Ira Noveck is a Senior Scientist at the Institut des Sciences Cognitives-Marc Jeannerod in Lyon, an independent research center that operates under the auspices of the CNRS (Le Centre National de la Recherche Scientifique), where he has been working since 1999. Noveck received his undergraduate degree in Psychology from Binghamton in 1984 and then continued his work at NYU, where he received his Master’s and PhD in Experimental Psychology, with a focus on human reasoning. Before obtaining his current position at the CNRS, he had post-docs in Paris (Université de Paris 8), Minneapolis (U. of Minnesota), and Montreal (UQAM), a research position in Paris at the CREA, Ecole Polytechnique, the forerunner of today's Institut Jean Nicod, as well as an assistant professorship at the Université de Grenoble.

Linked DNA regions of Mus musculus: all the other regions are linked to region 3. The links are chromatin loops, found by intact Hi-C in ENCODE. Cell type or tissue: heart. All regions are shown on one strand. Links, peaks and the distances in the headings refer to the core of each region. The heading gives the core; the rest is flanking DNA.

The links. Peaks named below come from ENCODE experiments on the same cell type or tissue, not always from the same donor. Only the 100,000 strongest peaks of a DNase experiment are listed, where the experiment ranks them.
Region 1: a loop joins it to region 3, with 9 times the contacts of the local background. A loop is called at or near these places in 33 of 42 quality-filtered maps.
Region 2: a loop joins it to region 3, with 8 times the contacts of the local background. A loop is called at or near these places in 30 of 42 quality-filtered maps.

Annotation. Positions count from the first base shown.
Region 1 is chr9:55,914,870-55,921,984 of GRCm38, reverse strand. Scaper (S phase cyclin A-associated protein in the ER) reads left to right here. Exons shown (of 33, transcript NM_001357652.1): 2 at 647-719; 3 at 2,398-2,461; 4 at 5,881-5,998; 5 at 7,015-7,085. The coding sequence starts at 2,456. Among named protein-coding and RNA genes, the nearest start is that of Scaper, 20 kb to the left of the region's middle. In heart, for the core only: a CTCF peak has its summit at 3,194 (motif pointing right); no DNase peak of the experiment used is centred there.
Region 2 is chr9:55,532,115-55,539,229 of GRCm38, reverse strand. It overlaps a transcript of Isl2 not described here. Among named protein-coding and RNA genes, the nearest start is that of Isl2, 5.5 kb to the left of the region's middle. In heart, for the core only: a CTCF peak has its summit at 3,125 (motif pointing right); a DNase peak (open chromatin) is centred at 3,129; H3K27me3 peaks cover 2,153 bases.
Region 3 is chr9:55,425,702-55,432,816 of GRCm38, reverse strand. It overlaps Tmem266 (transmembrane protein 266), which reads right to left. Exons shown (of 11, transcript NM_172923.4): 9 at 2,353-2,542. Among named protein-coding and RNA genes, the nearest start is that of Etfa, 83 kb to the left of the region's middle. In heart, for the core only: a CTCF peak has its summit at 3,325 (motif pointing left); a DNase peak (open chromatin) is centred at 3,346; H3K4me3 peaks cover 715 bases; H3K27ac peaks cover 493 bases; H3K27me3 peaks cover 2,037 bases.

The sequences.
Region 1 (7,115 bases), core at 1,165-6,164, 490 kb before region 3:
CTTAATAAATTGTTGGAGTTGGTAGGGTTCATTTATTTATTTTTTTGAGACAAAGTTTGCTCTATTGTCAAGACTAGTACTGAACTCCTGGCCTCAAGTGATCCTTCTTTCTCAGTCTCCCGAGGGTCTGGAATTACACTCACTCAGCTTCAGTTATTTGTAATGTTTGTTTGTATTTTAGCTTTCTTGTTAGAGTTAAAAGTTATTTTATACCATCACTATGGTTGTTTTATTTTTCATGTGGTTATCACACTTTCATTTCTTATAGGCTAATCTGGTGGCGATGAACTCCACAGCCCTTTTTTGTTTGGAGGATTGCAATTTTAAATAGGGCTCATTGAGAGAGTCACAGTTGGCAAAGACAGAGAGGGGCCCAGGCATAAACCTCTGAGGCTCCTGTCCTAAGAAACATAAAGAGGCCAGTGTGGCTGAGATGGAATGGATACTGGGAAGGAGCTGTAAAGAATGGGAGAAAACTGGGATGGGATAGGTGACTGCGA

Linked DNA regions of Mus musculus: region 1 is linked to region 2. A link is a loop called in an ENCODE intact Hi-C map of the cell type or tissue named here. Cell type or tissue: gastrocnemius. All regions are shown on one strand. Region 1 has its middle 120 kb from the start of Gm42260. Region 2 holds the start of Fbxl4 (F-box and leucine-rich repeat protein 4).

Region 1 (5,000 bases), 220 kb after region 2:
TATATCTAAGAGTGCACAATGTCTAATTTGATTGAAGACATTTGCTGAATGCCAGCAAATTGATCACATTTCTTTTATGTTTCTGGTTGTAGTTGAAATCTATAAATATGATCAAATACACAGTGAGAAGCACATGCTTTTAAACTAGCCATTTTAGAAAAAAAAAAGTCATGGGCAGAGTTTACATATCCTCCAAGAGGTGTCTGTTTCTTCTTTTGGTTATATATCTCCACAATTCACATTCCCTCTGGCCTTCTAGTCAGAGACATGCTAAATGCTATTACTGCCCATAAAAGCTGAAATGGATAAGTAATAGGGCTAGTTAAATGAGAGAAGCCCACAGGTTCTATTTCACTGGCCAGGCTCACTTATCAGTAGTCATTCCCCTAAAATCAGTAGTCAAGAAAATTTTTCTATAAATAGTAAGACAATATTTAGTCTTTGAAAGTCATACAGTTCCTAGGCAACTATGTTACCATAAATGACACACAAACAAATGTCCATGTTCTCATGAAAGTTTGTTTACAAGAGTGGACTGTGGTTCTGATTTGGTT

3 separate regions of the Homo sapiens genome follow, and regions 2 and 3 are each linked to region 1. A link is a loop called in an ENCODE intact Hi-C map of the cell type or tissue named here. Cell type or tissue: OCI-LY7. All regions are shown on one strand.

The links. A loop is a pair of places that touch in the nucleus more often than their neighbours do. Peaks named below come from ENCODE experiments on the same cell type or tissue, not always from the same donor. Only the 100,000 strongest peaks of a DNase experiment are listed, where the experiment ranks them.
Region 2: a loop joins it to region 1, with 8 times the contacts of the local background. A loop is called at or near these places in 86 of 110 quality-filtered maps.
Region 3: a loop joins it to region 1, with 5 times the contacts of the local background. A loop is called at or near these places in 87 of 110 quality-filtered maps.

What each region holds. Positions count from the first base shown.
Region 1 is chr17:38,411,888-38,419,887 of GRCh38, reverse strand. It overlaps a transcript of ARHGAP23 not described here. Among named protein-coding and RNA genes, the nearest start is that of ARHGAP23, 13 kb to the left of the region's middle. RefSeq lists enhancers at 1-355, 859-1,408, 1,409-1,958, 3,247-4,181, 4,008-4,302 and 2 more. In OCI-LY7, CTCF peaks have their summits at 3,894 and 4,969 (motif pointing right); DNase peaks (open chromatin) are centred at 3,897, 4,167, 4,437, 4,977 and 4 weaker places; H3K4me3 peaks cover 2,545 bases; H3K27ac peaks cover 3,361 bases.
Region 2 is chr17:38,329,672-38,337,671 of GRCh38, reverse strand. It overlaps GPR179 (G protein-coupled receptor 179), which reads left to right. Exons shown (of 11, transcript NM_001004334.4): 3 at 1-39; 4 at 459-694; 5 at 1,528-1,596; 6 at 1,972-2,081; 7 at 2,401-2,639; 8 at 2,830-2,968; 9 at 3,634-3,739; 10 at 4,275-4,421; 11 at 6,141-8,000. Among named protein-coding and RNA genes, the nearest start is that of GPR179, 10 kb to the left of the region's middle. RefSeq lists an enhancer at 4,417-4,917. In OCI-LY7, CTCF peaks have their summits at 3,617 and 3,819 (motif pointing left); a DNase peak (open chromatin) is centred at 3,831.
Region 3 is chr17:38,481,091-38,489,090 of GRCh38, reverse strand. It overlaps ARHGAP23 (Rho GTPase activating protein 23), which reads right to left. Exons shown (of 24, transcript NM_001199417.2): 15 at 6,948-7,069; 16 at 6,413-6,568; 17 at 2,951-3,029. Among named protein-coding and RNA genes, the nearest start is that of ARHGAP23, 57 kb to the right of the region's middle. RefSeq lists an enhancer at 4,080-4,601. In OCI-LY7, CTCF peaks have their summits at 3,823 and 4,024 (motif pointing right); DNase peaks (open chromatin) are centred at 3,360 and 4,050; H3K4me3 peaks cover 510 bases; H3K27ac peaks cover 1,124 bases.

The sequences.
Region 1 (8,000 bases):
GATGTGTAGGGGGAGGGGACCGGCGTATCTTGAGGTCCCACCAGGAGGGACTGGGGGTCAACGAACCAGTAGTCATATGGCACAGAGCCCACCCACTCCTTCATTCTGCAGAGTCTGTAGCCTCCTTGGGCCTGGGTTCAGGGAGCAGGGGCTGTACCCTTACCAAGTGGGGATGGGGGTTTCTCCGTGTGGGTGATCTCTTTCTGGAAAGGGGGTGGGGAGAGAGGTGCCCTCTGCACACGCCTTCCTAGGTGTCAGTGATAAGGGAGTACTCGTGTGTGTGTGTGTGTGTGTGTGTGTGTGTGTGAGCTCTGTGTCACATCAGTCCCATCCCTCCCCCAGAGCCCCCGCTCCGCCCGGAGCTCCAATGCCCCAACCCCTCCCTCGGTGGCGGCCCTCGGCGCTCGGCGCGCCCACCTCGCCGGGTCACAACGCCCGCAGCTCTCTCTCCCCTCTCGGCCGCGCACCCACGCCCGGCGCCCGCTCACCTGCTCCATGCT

Through his investigations into the psychology of reasoning, it became clear to him that linguistic approaches, and specifically those offered by semantics and pragmatics, were indispensable for better understanding a participant's performance. This led to a research program in the mid- to late-1990's called Experimental Pragmatics that was developed in collaboration with Dan Sperber.

Although he continues to focus on inference-making related to logical terms, he also investigates pragmatics more generally, with research interests extending to figurative and conventional language. He recently finished (writing) a book, Experimental Pragmatics: The making of a cognitive science (Cambridge University Press), that is due to come out in 2018.

Some of his recent publications include:

Prado, J., Spotorno, N., Koun, E., Hewitt, E., Van der Henst, J.B., Sperber, D., & Noveck, I.A. (2015). Neural interaction between logical reasoning and pragmatic processing in narrative discourse. Journal of Cognitive Neuroscience.

Grossman, E. & Noveck, I. A. (2015). What can historical linguistics and experimental pragmatics offer each other? Linguistics Vanguard.

Spotorno, N. & Noveck, I. A. (2014). When is irony effortful? JEP: General, 143(4), 1649-1665.